School sinks fishing team after state birth

Grayslake, Ill. – When the bell rang at the end of the school
day, 17-year-old Karl Wenckebach Jr. was out the door as fast he
could go – eager to be part of the school’s new bass fishing
team.

“It was pretty awesome to have a fishing team for school,”
Wenckebach said.

Bass fishing was also new to the Illinois High School
Association, which recognized it as an activity this year. Illinois
is the first state to recognize fishing, according to IHSA
assistant executive director Matt Troha.

Schools from all over the state – large and small, rural and
urban – competed at 18 sectional sites April 24 for the right to
fish at the state finals May 8-9 in downstate Carlyle.

That includes Grayslake North High School.

Wenckebach was one of two students who qualified for state
finals out of a team of about six students. He and the other
student were geared up to go when the school abruptly told them
they could not go.

“We finally get something cool. I look forward to going to
school, and it can’t happen because they shot it down,” Wenckebach
said.

While the Bass Fishing Club at Grayslake North was approved as a
pilot program for the 2009-10 school year, the trip to Carlyle Lake
for state finals was not approved, according to Scott Fech,
director of staff services.

As the May 8-9 IHSA State Finals arrived, it appeared as though
Grayslake North would not be competing.

“While this situation is unfortunate, the proper procedures were
not followed to receive building administrative approval prior to
participating in and registering for these activities,” Fech wrote
in an e-mail.

As this issue of Illinois Outdoor News went to press, some were
hopeful for a last-second change of heart. But it was not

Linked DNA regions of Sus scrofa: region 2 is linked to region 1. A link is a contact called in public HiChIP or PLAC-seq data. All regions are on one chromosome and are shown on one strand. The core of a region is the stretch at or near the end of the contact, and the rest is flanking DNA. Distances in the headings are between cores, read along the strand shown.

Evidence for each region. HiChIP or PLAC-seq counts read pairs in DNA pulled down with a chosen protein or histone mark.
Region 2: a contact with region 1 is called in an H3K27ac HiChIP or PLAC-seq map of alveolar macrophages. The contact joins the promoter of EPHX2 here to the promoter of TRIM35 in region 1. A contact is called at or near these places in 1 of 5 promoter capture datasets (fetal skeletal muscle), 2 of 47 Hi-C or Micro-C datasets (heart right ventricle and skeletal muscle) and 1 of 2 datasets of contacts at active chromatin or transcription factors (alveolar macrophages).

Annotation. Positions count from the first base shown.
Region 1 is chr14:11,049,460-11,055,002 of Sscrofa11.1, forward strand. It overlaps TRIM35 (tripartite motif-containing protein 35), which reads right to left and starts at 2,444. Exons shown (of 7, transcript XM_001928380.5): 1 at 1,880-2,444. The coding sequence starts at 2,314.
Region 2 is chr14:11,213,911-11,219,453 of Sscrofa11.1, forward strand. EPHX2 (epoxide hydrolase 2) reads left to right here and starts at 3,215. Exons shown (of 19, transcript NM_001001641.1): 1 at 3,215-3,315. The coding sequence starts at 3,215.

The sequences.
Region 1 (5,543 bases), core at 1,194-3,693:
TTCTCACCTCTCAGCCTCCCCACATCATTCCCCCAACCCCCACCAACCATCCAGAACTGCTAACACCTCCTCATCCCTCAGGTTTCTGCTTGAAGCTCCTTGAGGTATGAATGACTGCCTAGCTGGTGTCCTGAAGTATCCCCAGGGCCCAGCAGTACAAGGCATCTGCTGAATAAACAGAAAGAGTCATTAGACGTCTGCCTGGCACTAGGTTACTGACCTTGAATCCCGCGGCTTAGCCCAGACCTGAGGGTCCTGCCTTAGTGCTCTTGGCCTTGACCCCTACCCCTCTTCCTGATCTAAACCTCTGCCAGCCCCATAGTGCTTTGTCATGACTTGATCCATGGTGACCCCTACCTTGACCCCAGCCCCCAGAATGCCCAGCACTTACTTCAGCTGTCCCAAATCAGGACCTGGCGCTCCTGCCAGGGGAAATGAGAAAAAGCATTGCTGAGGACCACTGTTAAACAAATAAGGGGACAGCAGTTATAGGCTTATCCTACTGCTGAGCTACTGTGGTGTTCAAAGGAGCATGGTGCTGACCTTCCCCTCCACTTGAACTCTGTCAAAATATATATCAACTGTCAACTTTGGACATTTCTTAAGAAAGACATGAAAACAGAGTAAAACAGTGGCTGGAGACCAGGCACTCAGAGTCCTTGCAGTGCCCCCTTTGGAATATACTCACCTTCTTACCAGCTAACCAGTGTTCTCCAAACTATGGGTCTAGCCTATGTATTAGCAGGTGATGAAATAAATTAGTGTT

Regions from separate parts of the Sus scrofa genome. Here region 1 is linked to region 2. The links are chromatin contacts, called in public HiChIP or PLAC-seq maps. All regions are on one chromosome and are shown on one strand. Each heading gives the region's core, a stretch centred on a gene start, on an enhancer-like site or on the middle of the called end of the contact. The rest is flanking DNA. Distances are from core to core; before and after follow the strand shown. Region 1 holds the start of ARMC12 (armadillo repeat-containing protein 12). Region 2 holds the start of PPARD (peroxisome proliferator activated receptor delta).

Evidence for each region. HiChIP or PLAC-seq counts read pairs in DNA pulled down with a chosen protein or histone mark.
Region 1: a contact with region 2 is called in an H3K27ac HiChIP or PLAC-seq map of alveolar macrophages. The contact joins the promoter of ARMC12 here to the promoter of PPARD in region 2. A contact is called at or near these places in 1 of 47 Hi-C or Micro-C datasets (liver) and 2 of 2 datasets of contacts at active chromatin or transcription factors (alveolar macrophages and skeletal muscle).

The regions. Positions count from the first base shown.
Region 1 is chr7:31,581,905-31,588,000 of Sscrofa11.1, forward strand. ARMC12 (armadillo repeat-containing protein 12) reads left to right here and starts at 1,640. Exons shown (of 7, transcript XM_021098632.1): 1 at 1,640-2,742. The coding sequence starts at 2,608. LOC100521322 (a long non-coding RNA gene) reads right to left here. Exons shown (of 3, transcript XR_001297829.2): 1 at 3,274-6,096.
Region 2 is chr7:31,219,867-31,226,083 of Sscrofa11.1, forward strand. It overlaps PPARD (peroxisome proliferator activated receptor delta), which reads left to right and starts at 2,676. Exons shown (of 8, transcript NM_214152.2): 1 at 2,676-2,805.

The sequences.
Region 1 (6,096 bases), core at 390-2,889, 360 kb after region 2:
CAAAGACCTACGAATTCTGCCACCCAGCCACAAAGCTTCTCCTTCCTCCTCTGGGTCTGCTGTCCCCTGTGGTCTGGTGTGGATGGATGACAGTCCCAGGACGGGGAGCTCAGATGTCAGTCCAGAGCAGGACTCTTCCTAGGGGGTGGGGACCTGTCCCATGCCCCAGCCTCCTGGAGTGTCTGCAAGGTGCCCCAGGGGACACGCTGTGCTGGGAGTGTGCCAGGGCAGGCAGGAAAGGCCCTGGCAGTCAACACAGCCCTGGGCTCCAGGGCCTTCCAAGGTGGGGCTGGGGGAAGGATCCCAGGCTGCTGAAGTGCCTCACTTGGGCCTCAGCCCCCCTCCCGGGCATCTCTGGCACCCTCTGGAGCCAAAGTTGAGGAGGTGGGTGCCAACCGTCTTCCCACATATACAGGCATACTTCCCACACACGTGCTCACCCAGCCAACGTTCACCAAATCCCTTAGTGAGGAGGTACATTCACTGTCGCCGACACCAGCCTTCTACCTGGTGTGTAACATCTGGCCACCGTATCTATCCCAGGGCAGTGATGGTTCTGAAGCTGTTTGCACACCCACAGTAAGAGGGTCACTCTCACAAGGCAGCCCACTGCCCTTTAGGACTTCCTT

expected.

The reasons for pulling out of the competition involved
procedure. Pre-approval for the trip, including the provision of
emergency contact information, was not provided, Fech wrote.

“These established procedures allow for the safety of all
students, and so, with that in mind, the trip was not approved,”
Fech wrote.

When Karl Wenckebach Sr. asked the school why his son was
allowed to compete in sectionals, he said the school did not have
an answer.

“I think that it’s a shame that the school would let the kids
participate in something and take it away from them. It’s hard
enough to get your kids interested in school and to take away what
they achieved — it’s like a slap in the face,” Wenckebach Sr.
said.

Grayslake North Principal Al Fleming declined to comment.

Nearby Vernon Hills and Zion-Benton High Schools were planning
on sending their anglers to Carlyle Lake for the finals.

Zion planned to take six students, said head bass fishing coach
Brad Rubin.

Two Vernon Hills students qualified for states. Like Zion, bass
fishing coach Jerry Miceli said the parents and school board were
very supportive.

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